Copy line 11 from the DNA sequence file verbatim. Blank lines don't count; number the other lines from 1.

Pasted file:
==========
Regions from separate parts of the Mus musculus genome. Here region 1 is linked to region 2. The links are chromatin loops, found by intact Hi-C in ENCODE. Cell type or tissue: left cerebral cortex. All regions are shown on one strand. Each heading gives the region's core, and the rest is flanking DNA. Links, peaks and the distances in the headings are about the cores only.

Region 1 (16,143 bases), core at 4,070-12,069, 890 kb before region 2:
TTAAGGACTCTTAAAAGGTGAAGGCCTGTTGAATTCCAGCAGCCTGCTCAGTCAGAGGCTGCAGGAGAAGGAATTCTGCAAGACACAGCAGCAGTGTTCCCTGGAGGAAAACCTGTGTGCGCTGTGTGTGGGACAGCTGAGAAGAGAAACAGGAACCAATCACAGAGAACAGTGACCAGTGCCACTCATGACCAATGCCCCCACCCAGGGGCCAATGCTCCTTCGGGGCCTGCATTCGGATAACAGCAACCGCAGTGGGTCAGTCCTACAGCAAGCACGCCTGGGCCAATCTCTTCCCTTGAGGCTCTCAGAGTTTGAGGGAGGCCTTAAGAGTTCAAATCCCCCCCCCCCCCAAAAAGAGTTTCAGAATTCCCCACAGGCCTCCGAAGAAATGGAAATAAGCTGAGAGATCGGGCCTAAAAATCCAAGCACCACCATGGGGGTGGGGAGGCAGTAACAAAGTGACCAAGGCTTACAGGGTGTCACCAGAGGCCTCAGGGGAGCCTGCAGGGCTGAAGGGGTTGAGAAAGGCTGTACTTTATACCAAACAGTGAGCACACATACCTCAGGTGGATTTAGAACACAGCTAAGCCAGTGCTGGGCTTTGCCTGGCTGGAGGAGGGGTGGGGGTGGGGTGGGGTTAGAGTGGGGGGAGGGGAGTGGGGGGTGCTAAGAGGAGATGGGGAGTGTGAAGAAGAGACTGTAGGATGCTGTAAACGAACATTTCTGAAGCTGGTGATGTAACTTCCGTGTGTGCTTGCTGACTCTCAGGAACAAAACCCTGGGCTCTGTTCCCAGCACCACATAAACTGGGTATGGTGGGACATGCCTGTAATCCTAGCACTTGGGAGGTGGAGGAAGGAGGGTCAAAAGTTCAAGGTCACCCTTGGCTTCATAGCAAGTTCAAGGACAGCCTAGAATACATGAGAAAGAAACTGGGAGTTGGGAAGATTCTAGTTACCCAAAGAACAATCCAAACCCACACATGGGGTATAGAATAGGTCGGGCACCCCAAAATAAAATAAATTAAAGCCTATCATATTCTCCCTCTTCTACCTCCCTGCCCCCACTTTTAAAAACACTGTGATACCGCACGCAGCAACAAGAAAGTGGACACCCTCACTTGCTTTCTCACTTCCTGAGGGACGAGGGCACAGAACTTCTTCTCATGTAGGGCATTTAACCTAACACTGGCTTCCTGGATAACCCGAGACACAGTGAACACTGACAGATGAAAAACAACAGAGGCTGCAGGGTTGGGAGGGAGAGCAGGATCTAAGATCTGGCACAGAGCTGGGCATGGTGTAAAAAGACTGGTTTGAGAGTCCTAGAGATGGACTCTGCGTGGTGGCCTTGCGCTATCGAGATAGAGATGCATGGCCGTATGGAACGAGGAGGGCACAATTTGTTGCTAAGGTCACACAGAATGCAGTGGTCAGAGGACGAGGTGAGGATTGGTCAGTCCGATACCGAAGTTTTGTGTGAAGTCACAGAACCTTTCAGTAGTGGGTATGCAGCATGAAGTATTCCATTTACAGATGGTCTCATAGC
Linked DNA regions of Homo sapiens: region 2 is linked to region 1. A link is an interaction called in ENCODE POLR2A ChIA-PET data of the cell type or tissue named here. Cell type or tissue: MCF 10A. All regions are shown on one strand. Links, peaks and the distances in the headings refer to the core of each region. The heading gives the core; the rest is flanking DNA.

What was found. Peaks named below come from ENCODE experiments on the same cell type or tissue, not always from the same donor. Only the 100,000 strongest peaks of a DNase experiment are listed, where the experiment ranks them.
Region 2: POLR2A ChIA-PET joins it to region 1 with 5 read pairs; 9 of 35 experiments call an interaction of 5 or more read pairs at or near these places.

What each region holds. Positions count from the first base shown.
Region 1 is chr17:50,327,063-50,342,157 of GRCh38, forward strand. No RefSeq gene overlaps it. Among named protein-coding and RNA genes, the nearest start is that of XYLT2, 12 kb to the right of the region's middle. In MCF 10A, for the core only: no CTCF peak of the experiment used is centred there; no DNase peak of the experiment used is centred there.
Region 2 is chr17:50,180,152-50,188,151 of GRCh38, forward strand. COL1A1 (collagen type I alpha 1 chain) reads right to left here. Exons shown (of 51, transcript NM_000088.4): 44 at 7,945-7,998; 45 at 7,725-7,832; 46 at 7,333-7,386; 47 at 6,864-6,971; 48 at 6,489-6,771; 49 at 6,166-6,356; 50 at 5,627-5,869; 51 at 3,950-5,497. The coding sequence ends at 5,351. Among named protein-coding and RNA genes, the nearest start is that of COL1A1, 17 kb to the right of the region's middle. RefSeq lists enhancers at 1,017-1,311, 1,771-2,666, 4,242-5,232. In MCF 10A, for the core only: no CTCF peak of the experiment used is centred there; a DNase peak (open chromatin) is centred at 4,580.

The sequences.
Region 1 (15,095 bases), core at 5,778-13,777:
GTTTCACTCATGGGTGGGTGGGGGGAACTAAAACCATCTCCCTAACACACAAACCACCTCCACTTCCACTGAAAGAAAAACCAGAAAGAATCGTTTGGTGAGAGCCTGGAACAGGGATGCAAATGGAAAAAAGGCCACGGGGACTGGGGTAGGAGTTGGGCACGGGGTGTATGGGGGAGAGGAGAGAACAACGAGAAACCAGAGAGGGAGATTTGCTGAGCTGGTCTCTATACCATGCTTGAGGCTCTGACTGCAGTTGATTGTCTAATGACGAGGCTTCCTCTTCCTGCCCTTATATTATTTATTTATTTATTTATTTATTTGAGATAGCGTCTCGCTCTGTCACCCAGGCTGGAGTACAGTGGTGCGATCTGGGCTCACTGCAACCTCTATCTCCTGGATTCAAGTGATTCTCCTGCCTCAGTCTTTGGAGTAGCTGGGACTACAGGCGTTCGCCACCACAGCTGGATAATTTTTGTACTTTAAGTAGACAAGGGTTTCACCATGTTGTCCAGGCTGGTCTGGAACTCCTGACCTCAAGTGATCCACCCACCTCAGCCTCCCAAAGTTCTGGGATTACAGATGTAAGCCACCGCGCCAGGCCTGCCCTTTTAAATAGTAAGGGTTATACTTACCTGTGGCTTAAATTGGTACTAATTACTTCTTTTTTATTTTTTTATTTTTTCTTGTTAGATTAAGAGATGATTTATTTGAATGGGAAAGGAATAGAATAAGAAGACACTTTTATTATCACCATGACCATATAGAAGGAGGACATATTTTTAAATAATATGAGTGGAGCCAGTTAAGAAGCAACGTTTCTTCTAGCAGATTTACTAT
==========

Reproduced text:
Region 1 (15,095 bases), core at 5,778-13,777: